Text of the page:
I was waiting for the Max the other day.

I stood still; silently and tired in the heat- watching the tall shadows from the buildings create a tunnel around the driving cars. I wished I had my sunglasses. But they had recently met their sad demise near the blueberry muffins in my local Trader Joe's I remembered, when I had stooped to read the ingredient label and they fell from my head; and I hadn't bought new ones yet. So, I squinted in the sun. A man ambling down the street caught my demented vision and my eyes followed him as he walked my direction. He had an interesting walk; a waltz-like shuffle and hobble at the same time. I heard something. Was he singing? He crossed the street, his glazed, delirious eyes barely noticing the cars randomly passing. He was dirty and hot and looked tired. He resembled most of the other homeless men in downtown Portland. His shoes were mainly flaps held together perhaps by a miracle and his clothing was torn and filthy. I was right, he was singing. His voice was loud and clear, and people looked up from their books and paused their conversations to glance at him. In an off-key solo of haunting proportions he sang: "I'm singing the same old song, I'm singing the same old song, I'm singing the same old song..." Over and over and over and over and he sang those words. I watched his bent shoulders disappear amidst the people on the street- as his empty phrase echoed through the air, ricocheting through the shadowy tunnel of the city buildings.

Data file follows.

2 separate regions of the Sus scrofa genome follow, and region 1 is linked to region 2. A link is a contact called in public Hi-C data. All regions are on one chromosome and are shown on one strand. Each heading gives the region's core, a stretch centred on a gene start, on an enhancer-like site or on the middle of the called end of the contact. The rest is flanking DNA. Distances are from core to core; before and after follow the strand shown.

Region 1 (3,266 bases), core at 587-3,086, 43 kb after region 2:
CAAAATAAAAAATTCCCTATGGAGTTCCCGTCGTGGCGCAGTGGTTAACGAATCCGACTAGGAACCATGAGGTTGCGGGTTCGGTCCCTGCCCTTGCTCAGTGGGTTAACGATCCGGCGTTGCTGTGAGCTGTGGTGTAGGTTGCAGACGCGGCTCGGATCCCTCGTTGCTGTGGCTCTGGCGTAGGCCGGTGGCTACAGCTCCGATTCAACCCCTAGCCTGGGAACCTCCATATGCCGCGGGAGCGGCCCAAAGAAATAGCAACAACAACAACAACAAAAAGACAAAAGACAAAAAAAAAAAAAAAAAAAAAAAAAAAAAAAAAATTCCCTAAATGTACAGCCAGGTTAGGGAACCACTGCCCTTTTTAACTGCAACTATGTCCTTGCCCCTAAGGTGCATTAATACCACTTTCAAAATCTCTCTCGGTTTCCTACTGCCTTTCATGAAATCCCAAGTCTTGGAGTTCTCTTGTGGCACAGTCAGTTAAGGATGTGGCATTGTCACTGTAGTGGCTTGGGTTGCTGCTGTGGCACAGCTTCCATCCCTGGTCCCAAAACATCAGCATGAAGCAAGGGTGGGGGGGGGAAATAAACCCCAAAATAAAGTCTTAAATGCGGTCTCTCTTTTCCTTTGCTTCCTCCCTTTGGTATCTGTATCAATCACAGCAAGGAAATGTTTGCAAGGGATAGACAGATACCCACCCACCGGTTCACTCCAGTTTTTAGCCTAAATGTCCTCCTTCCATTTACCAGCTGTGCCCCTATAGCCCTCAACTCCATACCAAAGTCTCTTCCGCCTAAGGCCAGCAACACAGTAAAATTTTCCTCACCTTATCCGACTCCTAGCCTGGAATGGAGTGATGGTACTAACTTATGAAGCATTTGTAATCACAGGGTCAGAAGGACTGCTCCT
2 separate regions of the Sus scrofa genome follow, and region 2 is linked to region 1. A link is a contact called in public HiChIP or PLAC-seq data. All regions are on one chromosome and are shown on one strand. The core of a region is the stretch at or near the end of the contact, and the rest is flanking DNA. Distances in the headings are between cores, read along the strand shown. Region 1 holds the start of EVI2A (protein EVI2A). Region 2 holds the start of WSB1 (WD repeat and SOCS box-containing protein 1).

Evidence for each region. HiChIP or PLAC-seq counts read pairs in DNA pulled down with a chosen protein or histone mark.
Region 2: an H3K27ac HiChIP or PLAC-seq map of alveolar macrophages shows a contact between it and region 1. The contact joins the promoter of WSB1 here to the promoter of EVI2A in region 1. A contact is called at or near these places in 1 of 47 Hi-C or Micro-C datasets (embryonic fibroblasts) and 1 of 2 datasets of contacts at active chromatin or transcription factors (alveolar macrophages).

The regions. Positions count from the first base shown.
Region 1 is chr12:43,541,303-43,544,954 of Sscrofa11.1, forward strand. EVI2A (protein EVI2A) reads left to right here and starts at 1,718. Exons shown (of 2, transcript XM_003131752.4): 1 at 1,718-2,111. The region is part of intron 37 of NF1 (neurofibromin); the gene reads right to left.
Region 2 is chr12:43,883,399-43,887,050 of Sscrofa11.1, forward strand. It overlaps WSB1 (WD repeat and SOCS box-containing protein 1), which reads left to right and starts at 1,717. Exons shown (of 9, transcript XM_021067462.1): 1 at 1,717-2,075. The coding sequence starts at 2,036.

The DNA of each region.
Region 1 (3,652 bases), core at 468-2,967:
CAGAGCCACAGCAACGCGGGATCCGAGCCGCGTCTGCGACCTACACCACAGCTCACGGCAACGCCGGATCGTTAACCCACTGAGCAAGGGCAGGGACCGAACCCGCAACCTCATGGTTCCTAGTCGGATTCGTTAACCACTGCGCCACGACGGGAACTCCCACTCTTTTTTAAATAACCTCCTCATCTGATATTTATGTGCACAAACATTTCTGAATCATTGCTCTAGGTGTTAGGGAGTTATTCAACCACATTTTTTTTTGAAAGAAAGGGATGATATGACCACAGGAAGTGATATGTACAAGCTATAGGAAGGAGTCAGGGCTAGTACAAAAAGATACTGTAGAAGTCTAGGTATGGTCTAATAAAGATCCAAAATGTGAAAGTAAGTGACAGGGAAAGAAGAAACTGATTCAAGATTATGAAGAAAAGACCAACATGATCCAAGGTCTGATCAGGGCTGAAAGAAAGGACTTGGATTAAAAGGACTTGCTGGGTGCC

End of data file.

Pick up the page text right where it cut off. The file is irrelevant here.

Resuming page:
Oh God, give him a new song to sing.


This is the irrational season
When love blooms bright and wild.
Had Mary been filled with reason
There'd been no room for the child.

-Madeleine L'Engle, from Weather of the Heart



The heavens weep for me. Their tears trudge this muddied earth.
The forests mourn for me, sighing; their subtle groans send fractures
through the air, gathering in hollow caves, crying.
My young heart is like acidic ink, it drips and spreads within me,
it stains my fingers and my feet, it disgraces my face; it has polluted my name.
I am drowned in my sorrow. And this sorrow- it haunts the corners of the
earth. It drags itself to the side of the seas, throwing itself in, searching for
peace, for concord- but, the oceans spit it out. And so it crawls to the mountains
and hides itself in the crevices of the cliffs, crying.

It lives. It cannot be redeemed by any hand of man or smote by the breath
of any creature. It lives within me, this guilt, this daily bread of blinking death.
I wash it from my hands, but the inky blackness swims through my veins.
I throw it from my body, but it clings to me; it cannot be pried, it cannot be bribed.
I am the typography of self satisfaction and self ruination. I am a painted portrait
of destruction. I wish I could obliterate that portrait, but it hangs for public display
and all eyes see it. Some who stare at it with glazed eyes, smile- yet tears fall down
their faces. They don't understand- yet they mourn. Those eyes should mourn
for themselves and not for me. For my nameless grief has overflown from my body
and seeps into this mortal sand, pervading the pores of the air. My pain is a havoc